Just before we got together, a visiting friend reminded me that her small daughter was afraid of big dogs.
My family includes a fairly intense German Shepherd Dog and a goofy Lab. Neither is ‘small.’ I assured my friend that they would be kenneled for the afternoon and would not need to interact with her family.
We had met elsewhere to do some ‘stay-cation’ things nearby, so I got to chat with the little one before we drove to the house. I let her know that the dogs would bark when we got arrived and that they couldn’t get near her. I asked her to help with their training by ignoring them.
Upon arrival, the dogs stopped barking almost instantly. It took about seven minutes of picking blueberries and looking at flowers before my 5-year-old guest became completely attracted to the dogs and the kennel.
Although the adults got to visit a little bit, most of the next two hours were spent talking about ‘dog language,’ how it is different from ‘people language’ and that kids can be safe around dogs.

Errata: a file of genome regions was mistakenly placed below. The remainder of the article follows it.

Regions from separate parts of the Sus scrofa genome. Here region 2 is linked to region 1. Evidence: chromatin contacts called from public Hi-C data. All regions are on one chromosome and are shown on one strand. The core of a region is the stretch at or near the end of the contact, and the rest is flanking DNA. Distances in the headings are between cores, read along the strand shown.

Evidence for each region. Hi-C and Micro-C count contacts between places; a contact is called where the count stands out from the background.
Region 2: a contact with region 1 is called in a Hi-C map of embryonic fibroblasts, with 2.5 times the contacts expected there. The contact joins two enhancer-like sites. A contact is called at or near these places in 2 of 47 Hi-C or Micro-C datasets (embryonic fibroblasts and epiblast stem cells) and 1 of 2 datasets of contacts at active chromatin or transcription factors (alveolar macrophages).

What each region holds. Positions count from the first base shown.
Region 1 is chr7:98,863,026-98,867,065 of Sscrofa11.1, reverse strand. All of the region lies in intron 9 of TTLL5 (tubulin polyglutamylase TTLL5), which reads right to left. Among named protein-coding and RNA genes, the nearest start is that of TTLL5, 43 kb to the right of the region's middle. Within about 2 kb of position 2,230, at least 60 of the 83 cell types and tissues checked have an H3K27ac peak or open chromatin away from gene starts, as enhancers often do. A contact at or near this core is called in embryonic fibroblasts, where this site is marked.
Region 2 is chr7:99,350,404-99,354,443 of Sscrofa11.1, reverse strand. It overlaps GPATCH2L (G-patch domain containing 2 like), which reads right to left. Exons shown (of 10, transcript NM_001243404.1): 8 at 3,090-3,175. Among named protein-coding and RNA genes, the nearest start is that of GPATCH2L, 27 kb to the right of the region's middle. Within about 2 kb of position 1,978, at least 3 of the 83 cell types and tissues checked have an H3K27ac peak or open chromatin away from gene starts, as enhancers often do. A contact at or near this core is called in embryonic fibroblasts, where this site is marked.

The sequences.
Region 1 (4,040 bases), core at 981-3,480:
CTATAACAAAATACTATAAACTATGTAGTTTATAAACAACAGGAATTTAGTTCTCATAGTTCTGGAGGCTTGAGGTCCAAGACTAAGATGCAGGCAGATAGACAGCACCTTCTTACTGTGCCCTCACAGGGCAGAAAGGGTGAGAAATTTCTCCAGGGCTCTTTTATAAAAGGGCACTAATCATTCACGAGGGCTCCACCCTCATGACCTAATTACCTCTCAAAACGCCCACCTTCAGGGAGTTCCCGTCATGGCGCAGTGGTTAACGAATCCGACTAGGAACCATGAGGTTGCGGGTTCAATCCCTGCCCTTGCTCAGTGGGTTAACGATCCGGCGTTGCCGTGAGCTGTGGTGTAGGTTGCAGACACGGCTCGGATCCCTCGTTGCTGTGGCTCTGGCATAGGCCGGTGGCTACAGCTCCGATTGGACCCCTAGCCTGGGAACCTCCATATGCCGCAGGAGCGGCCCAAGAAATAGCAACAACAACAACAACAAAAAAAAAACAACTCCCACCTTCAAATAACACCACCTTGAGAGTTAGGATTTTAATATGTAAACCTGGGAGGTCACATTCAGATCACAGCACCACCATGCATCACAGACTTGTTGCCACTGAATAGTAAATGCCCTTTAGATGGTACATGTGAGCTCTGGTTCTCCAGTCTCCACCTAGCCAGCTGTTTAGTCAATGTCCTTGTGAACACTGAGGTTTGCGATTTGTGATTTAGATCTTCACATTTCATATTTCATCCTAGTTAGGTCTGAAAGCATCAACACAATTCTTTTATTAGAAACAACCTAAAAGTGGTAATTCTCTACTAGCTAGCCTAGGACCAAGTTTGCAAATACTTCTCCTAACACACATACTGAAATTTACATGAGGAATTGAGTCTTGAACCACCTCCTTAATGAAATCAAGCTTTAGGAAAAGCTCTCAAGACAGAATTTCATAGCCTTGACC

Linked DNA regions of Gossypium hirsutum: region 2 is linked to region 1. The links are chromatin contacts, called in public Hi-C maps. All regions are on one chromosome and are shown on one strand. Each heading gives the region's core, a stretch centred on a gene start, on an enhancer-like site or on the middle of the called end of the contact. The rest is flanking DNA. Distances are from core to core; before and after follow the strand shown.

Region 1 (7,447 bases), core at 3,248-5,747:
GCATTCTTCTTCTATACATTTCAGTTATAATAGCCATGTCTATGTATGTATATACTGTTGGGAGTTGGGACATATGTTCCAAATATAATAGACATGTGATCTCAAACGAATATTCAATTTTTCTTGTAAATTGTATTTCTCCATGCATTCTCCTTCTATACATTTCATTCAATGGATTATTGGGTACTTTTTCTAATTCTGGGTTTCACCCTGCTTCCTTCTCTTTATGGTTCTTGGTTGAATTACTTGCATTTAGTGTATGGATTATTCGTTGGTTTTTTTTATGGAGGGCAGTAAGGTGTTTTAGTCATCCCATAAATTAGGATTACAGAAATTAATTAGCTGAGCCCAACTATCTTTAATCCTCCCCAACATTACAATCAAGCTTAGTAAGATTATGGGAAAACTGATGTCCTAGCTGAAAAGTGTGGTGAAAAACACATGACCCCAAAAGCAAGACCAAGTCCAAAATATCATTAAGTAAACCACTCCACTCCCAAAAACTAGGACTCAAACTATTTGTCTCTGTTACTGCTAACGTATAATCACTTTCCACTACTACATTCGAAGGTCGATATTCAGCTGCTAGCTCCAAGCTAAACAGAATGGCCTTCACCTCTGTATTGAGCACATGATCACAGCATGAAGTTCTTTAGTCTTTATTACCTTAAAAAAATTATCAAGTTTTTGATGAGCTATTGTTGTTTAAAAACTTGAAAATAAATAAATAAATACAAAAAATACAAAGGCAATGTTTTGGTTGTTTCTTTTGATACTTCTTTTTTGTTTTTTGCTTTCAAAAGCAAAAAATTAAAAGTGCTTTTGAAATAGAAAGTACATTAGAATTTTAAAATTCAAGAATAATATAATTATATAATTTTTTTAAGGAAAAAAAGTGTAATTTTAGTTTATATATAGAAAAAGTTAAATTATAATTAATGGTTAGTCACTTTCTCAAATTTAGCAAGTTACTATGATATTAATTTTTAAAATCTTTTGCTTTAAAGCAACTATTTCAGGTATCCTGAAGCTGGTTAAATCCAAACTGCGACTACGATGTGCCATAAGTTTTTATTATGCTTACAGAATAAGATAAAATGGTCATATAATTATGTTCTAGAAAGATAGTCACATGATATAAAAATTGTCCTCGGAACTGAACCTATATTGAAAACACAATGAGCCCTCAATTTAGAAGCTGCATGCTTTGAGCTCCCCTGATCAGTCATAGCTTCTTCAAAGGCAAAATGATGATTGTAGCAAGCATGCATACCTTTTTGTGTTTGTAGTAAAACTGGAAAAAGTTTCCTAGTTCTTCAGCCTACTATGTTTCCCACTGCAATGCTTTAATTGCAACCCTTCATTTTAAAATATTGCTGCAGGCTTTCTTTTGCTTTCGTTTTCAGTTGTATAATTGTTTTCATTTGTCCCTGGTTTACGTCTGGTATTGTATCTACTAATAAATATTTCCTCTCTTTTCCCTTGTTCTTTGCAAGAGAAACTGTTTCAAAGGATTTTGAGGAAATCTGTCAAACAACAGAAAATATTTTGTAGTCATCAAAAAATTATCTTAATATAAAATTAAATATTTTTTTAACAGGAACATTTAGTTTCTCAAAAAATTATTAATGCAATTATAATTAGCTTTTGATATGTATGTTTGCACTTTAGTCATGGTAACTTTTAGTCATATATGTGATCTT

Soon the little one asked me to bring them in the house.
They came in, wearing training collars and leashes to help them pay attention. They sat quietly beside me. The grown-ups talked about how much dogs rely on their noses to learn, that jumping back encourages them to chase and that calm behavior brings a calm response.
The high point of my day was when she turned to her mother and said, “Mom, these aren’t BIG dogs because I’m not afraid of them. I like them. These are MEDIUM dogs.”
Why do I think that’s so cool? It speaks to the power of support, data and exposure to overcome prejudice and fear. It’s an example of trust and courage opening a door and expanding a comfort zone. The power of honest attraction over force and manipulation… of replacing a limiting thought with one that’s more useful.
And, when my husband called in from a business trip and asked about my day I got to tell him that I shrunk the dogs!